Hampshire Gastroenterology Associates, LLC 10 Main Street Florence, MA 01062 (413) 586-8910 Fax: (413) 584-7270 Dizziness and headache could be signs of low blood sugar or low blood pressure. Drinking a regular carbonated beverage (not diet or red or purple coloring) or apple juice may alleviate these symptoms. Gatorade, which comes in many flavors, and chicken or beef broth are excellent choices as they contain electrolytes such as potassium. Avoid RED or PURPLE liquids. The colors can persist in the colon and give the appearance of gastrointestinal bleeding. Should I take my usual medications on the morning of the procedure? Medications for blood pressure, heart conditions and seizures should be taken the morning of your exam regardless of the color of the pill, tablet or liquid. Please follow the instructions you were given at your office visit or during your nurse assessment. If you are unsure, please call our office at (413) 586-8910. Is there any way that I can make the prep taste better? You can try sucking on hard candy (avoiding the red or purple colors). You can rinse your mouth with water or a mouthwash. Citrus sodas, such as Fresca, can be helpful in covering the taste or you can add Crystal Light flavoring to your water. Do not eat or drink anything other than approved liquids while you are drinking the solution. I already had diarrhea before taking the prep, do I still have to take the laxative? Yes, you must take the prep as directed by your doctor. Your colon is approximately 6 feet long. The entire colon must be emptied for your physician to see the colon clearly. There could be solid stool higher in the colon that needs to be eliminated. I see yellow color in the toilet bowl and a few flecks. What do I do? If your last bowel movements were clear enoug Continue reading >>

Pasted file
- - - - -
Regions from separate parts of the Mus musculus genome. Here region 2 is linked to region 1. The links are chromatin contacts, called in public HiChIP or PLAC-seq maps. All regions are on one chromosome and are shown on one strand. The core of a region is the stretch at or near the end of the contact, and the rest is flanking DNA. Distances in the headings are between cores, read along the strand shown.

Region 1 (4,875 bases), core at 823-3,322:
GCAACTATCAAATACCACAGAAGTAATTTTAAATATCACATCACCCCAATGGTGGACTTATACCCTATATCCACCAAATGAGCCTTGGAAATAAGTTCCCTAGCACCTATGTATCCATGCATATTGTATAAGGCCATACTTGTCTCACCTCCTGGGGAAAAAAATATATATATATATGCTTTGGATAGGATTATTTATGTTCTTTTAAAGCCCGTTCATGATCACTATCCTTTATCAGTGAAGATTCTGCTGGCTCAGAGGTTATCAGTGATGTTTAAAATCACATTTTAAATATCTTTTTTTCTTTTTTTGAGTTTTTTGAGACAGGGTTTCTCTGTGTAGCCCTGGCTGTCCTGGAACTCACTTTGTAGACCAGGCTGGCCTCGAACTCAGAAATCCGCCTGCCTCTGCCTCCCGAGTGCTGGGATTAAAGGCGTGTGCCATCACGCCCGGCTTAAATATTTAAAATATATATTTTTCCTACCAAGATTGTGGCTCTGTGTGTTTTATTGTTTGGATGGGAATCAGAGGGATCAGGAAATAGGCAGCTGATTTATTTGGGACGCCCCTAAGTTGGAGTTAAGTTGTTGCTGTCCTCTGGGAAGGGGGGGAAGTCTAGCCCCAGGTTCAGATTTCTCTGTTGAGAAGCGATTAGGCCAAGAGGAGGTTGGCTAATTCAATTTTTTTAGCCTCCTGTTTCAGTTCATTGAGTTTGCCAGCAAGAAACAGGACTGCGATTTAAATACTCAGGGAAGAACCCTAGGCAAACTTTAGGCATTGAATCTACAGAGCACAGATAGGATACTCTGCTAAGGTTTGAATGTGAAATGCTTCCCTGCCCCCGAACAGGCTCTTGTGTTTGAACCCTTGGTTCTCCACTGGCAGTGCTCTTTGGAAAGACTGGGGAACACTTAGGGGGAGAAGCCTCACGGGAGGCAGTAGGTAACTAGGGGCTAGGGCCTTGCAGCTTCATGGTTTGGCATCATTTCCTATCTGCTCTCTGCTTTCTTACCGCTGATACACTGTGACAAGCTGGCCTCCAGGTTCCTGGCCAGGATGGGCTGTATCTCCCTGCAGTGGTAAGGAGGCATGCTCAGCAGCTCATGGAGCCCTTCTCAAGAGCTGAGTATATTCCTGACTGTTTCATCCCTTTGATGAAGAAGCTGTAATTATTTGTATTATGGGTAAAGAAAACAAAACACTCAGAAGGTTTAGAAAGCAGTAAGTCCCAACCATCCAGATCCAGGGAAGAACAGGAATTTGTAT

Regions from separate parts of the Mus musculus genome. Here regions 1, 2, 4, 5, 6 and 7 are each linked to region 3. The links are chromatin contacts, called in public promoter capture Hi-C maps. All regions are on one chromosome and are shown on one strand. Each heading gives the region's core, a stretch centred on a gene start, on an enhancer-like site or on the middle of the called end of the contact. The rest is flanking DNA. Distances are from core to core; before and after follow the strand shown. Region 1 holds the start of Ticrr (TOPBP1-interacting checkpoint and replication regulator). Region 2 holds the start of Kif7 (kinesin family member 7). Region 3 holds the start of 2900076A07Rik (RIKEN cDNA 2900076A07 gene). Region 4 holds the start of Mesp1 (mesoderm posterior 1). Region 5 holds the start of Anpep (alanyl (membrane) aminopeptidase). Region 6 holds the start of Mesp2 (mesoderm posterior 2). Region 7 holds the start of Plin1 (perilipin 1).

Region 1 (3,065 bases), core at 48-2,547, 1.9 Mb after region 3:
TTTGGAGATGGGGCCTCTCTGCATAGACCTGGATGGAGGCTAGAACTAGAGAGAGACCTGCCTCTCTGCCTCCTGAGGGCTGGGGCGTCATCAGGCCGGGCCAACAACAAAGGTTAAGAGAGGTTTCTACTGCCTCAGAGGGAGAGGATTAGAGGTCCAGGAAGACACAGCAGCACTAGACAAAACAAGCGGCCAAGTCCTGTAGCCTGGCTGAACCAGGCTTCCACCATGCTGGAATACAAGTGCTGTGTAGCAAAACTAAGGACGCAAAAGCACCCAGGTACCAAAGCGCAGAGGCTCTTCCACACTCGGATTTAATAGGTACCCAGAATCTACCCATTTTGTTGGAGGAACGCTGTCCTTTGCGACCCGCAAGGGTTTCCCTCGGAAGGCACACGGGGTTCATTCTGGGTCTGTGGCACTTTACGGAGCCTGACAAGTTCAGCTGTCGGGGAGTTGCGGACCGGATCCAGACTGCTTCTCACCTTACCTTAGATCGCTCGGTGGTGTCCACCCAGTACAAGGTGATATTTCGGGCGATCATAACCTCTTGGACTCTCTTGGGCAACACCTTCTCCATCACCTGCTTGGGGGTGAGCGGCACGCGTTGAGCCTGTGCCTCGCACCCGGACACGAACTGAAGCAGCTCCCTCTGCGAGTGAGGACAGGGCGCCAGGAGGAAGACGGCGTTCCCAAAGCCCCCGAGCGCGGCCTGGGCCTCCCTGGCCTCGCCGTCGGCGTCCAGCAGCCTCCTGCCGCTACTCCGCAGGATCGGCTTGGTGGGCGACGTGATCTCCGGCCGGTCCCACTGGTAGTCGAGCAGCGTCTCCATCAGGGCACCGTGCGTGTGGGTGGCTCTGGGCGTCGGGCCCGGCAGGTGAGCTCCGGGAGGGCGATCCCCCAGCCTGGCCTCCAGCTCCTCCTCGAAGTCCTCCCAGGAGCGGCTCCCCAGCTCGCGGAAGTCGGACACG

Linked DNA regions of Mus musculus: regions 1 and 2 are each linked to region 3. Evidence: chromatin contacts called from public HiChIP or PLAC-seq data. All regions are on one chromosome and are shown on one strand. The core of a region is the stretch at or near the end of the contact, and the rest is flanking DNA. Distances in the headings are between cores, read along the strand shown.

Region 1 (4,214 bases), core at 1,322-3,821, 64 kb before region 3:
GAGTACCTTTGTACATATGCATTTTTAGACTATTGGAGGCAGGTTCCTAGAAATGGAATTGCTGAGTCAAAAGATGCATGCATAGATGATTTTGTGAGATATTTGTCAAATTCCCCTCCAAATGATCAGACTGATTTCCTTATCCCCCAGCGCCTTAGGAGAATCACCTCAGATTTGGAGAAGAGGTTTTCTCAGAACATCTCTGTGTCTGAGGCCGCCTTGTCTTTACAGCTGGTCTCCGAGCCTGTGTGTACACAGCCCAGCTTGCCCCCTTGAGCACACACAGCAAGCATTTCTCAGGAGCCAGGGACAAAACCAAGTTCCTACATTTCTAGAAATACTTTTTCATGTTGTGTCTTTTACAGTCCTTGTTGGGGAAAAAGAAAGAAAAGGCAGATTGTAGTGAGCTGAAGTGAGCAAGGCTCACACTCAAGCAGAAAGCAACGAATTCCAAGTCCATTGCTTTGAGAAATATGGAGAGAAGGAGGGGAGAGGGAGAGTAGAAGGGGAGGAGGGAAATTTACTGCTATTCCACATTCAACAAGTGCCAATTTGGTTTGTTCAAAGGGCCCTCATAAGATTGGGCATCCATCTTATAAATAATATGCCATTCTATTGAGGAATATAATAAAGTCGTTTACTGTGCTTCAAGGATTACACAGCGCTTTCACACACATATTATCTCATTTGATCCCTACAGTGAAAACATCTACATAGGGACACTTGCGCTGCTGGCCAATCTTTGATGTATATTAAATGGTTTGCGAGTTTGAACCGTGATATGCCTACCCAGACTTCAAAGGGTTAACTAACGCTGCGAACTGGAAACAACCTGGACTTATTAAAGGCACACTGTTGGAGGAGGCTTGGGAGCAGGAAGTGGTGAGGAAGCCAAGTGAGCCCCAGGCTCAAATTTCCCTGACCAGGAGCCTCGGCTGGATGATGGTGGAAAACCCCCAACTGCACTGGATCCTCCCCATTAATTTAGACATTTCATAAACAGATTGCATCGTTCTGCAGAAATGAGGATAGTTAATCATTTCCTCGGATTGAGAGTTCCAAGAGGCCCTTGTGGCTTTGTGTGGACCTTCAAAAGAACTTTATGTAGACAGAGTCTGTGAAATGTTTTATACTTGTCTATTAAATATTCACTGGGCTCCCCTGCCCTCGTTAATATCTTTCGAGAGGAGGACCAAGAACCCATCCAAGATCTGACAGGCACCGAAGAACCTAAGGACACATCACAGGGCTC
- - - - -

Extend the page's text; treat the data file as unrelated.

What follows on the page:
Colonoscopy Prep Advice - Page 2

Colonoscopy Prep Advice - Page 2